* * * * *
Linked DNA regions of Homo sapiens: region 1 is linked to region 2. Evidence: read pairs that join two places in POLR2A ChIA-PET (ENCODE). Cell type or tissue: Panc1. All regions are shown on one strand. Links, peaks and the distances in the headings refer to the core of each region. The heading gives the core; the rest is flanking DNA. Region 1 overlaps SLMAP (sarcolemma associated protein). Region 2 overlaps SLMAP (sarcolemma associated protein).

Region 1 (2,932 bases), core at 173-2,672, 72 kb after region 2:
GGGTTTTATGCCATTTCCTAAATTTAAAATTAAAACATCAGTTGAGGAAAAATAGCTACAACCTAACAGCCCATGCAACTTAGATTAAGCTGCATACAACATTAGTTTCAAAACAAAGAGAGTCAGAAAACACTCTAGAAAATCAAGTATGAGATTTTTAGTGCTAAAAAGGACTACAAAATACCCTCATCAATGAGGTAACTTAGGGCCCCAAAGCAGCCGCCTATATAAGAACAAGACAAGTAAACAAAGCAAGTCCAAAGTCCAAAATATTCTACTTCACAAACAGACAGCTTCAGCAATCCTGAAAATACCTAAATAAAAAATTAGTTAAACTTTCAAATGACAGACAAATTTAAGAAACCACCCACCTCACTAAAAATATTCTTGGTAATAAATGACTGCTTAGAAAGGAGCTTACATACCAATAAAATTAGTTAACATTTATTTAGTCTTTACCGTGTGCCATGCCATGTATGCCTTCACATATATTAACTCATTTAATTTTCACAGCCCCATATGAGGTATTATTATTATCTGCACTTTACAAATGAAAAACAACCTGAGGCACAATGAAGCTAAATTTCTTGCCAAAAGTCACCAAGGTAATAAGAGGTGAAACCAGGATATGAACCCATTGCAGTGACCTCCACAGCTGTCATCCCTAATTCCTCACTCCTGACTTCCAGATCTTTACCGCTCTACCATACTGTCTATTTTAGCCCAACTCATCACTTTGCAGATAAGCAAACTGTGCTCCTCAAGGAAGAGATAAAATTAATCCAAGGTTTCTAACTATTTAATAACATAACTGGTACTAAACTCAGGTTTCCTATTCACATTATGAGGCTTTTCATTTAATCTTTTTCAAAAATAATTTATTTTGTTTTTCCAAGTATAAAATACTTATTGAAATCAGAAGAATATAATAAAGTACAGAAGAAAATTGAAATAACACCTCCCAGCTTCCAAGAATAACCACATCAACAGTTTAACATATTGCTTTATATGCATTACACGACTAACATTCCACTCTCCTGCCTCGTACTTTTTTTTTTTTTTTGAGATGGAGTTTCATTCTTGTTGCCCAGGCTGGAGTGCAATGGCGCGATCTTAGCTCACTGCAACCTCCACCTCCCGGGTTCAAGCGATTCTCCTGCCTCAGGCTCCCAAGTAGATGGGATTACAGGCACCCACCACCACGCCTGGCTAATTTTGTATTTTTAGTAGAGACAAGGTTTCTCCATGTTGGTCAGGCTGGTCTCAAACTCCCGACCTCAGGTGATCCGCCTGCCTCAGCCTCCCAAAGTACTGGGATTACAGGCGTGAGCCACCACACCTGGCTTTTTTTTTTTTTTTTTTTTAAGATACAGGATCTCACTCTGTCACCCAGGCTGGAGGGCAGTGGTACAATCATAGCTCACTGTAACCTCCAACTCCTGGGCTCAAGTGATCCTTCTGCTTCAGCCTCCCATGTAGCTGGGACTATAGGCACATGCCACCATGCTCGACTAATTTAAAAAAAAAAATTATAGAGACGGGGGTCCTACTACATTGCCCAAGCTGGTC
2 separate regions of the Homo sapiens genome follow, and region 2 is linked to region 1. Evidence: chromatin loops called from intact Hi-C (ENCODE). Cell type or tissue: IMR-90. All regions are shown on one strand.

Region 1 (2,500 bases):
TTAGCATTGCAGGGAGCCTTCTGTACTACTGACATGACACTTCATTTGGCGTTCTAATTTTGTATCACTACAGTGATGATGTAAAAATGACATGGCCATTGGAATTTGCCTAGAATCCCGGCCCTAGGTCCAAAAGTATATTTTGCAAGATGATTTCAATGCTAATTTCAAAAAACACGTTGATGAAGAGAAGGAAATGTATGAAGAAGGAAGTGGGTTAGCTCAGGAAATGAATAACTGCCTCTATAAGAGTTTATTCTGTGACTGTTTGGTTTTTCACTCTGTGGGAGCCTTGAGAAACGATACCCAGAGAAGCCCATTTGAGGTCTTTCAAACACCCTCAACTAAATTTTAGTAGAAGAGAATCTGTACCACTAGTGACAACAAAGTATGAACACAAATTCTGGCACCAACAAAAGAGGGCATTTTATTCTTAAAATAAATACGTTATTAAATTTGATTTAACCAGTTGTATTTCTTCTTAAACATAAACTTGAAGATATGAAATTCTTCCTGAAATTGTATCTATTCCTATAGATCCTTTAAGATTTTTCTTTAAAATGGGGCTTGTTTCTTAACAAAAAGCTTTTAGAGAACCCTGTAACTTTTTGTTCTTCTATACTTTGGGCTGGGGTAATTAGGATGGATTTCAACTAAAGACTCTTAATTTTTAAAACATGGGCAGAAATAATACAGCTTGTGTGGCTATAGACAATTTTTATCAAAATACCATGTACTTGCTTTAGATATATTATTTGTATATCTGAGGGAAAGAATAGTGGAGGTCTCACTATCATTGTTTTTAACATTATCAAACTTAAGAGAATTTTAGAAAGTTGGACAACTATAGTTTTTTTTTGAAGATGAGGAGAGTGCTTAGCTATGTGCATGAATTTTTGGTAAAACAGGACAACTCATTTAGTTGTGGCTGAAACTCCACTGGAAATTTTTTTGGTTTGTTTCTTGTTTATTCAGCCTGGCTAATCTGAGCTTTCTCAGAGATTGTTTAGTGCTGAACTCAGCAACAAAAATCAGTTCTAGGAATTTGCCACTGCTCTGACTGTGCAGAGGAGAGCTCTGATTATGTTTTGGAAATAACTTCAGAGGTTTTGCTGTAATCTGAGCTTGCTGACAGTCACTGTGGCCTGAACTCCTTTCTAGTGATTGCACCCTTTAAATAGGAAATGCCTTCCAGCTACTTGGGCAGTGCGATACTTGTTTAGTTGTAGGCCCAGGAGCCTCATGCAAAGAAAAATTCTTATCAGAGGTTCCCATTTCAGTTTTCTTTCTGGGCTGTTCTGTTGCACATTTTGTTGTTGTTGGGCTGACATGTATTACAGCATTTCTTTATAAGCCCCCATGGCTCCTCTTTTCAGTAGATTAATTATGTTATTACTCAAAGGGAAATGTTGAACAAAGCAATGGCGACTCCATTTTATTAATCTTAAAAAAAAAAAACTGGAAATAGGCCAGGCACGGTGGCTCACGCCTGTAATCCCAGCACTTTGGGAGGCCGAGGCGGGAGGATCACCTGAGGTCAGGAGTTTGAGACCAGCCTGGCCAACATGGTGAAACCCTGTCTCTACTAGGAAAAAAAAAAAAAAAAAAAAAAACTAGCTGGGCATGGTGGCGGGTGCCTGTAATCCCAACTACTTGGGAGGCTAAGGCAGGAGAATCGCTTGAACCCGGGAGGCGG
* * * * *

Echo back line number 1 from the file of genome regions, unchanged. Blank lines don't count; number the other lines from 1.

Linked DNA regions of Homo sapiens: region 1 is linked to region 2. Evidence: read pairs that join two places in POLR2A ChIA-PET (ENCODE). Cell type or tissue: Panc1. All regions are shown on one strand. Links, peaks and the distances in the headings refer to the core of each region. The heading gives the core; the rest is flanking DNA. Region 1 overlaps SLMAP (sarcolemma associated protein). Region 2 overlaps SLMAP (sarcolemma associated protein).